*Atlantic Theater Company’s presents the Off-Broadway production of “Marie and Rosetta,” a play with music starring Rebecca Naomi Jones and Kecia Lewis. It’s a story about Gospel music’s pioneers Sister Rosetta Tharpe and Marie Knight.
Written by George Brant and directed by Neil Pepe, the play is set in Mississippi in 1946 in a funeral parlor during Rosetta and Marie’s first rehearsal and what later turned into a successful and record breaking three year musical collaboration, friendship and more.
Both Tharpe and Knight were considered Gospel’s music most revered duo. Although Marie and Rosetta is centered around their one night musical encounter, Tharpe was considered Gospel music’s original crossover artist with several blues and pop recordings in the 1930s. During that decade, she performed with Cab Calloway and his big band at Harlem’s legendary Cotton Club. In the 1930s, she recorded race records and was labeled and ostracized by the church for singing and playing the “devil’s music.”
A child prodigy, Tharpe learned to play the guitar at six years old. During that time, Tharpe’s mother, Katie Bell Nubin, also known as “Mother Bell,” played the mandolin and was a highly sought after musician known throughout the Church of God in Christ (COGIC) denomination. Young Tharpe was known as “Little Rosetta Nubin, the singing and guitar-playing miracle.” In the 1920s, it was rare for women to play mandolins and guitars. The mother and daughter duo toured on the tent revival circuit with P.W. McGhee in the Southeastern states. In 1949, an adult Tharpe and her mother reunited and recorded “Ninety-Nine and a Half Won’t Do” on Decca Records.
Tharpe and Knight also recorded their biggest hits on Decca Records including “Up Above My Head,” “Precious Memories,” “Beams of Heaven,” “Gospel Train,” “Didn’t It Rain,” and numerous others. The pair toured and performed in secular venues and arena-sized football stadiums. Sister Rosetta Tharpe was greatly admired and respected and influenced generations of rock’s music legends including Eric Clapton, Chuck Berry, Ray Charles, Little Richard, Elvis Presley, Johnny Cash and Jimi Hendrix.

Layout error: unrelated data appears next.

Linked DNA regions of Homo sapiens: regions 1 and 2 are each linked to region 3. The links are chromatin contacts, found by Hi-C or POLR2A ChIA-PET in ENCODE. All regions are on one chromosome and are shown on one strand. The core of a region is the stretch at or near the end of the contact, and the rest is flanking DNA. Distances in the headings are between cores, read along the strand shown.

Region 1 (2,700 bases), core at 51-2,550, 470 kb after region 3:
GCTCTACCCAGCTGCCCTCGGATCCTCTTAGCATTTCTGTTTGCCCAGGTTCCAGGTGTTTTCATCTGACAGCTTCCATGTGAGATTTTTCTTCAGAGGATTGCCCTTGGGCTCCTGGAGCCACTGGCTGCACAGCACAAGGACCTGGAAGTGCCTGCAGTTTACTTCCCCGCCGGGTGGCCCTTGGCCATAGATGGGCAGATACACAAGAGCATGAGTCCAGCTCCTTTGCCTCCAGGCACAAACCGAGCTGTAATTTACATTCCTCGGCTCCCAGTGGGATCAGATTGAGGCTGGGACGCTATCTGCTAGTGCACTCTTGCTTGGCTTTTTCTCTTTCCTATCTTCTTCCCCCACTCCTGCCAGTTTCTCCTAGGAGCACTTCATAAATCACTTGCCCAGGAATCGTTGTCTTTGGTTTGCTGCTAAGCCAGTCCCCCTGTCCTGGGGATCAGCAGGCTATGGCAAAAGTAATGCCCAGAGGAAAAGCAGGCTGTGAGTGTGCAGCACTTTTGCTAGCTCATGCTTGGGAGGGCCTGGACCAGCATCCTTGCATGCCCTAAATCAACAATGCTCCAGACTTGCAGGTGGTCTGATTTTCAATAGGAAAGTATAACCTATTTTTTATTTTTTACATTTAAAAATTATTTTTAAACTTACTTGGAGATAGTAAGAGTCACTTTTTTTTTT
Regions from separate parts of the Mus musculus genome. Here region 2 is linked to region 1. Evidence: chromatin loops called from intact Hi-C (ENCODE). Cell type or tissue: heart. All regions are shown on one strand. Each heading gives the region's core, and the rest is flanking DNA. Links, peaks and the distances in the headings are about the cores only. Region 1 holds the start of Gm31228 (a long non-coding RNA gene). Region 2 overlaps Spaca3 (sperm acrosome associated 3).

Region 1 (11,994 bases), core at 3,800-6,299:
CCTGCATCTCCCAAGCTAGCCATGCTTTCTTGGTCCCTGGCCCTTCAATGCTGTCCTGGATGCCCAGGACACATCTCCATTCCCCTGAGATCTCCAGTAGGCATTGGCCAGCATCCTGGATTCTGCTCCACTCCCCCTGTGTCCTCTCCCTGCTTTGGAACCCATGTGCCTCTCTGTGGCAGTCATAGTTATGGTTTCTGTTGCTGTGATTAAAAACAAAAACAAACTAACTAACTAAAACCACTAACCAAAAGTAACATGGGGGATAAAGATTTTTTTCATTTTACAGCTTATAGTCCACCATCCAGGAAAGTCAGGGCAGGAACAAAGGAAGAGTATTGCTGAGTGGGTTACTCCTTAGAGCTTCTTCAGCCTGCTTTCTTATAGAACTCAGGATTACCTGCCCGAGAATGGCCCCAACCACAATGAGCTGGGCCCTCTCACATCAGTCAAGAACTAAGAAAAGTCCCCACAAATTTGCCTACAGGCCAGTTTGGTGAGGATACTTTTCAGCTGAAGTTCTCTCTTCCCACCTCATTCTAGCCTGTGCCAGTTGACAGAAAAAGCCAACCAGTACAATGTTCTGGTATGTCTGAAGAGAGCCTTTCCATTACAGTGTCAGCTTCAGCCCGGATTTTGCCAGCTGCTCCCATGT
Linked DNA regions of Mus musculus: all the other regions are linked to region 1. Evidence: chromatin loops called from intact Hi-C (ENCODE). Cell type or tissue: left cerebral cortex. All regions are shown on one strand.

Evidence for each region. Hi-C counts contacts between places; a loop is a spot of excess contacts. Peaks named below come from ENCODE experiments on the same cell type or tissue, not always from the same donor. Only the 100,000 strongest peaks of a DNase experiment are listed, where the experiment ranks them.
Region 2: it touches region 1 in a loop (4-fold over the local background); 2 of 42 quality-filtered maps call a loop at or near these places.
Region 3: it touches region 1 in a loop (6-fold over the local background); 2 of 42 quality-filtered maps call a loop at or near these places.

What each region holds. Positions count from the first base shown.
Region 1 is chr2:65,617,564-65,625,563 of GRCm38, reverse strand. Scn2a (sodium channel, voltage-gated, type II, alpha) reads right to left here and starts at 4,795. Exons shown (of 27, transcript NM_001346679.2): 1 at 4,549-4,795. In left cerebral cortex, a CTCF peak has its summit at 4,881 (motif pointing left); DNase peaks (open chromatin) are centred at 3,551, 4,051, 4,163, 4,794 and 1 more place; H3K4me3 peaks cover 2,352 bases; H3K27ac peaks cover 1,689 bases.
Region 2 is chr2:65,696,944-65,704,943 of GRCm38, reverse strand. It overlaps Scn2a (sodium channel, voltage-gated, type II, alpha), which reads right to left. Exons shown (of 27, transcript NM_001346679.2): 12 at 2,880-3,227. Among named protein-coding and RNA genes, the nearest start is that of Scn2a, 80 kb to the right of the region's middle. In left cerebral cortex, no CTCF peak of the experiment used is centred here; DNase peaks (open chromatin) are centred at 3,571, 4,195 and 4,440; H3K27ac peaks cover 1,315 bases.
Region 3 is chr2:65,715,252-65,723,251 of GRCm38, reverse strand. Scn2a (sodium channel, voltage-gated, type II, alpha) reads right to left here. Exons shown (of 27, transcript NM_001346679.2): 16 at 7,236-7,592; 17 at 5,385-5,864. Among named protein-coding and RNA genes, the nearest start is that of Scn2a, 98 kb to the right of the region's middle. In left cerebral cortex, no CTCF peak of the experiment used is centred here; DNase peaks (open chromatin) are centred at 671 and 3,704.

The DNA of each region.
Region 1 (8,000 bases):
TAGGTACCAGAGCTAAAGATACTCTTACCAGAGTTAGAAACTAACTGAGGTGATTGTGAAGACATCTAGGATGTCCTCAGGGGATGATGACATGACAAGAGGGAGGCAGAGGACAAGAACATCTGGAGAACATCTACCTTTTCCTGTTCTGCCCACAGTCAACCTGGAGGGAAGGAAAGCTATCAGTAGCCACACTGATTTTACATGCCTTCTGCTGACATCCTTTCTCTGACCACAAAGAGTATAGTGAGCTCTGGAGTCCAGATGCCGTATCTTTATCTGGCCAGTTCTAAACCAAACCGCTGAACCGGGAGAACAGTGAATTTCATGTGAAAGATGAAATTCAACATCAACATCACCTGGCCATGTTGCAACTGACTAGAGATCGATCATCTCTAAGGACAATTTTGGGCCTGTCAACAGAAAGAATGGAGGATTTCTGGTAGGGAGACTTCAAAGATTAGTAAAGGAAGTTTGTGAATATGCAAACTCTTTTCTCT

In this edition of Inside Broadway, Gwendolyn Quinn talks with Kecia Lewis about her role as Sister Rosetta Tharpe, her 30 plus years on Broadway and working in television and film. Marie and Rosetta has been extended through October 16th at the Atlantic Theater Company’s Linda Gross Theater.
Inside Broadway: Prior to landing the role of Sister Rosetta Tharpe, how did you prepare for this role? Were you previously a fan of Rosetta Tharpe
Kecia Lewis: I had actually been approached two years ago by a director and writer friend who said that he had acquired the rights to Sister Rosetta’s story and he thought that I would be perfect to play her. He asked me did I know who she was. I knew her name in passing because my mother listened to her music and I heard her name in my house. But I didn’t necessarily know who she was and exactly what she did. So when my friend approached me about his play, that got me to read and research her on YouTube. So I was very familiar with who she was when this came along earlier this year.
IB: So how did you get involved with this production at the Atlantic Theater Company?
KL: My agent called me and his first response was, “Do you play guitar?” And I said, “No.” And he said, “Well this project came in, and they’re interested in you, but the person has to play guitar.” So they came up with another concept to get around that. But I did take guitar lessons so I could make sure that I looked believable at least. I did a little bit of work with the electric guitar, but my lessons were mostly on the acoustic guitar. I took lessons for about a month. My plan is to go back and actually learn how to play. My guitar teacher said that I have a natural affinity for it, so if I really wanted to learn it I could and I think I do.
IB: What was the most challenging aspect of this role and why?
KL: The most challenging aspect for me was learning all the material. I’m sure you noticed that I talk three times as much as Rebecca, who’s playing Marie Knight. So I have a lot to say. And Rosetta speaks in a very specific vernacular, which is not mine. So it was learning how to speak the way that she would speak. Also, the writer George Brant has a very musical ear. He calls himself a frustrated musician. So when he writes it’s almost like Shakespeare, there’s a very specific rhythm and sound and musicality to the speaking. So the challenge was not only learning the lines, but learning the vernacular and learning the rhythm that George wanted to hear coming out of Rosetta’s mouth.
I read as much as I could on her. There’s a wonderful biography titled, Shout Sister Shout. I have a copy of the book on my phone so I read the book over again and I looked at every video and YouTube clip. Everything I could find on her to listen to her, and to try to understand how she played, when she played. What kind of musician she was.
IB: As an artist, what do you most admire about Rosetta Tharpe? What did you learn about her that people may not know?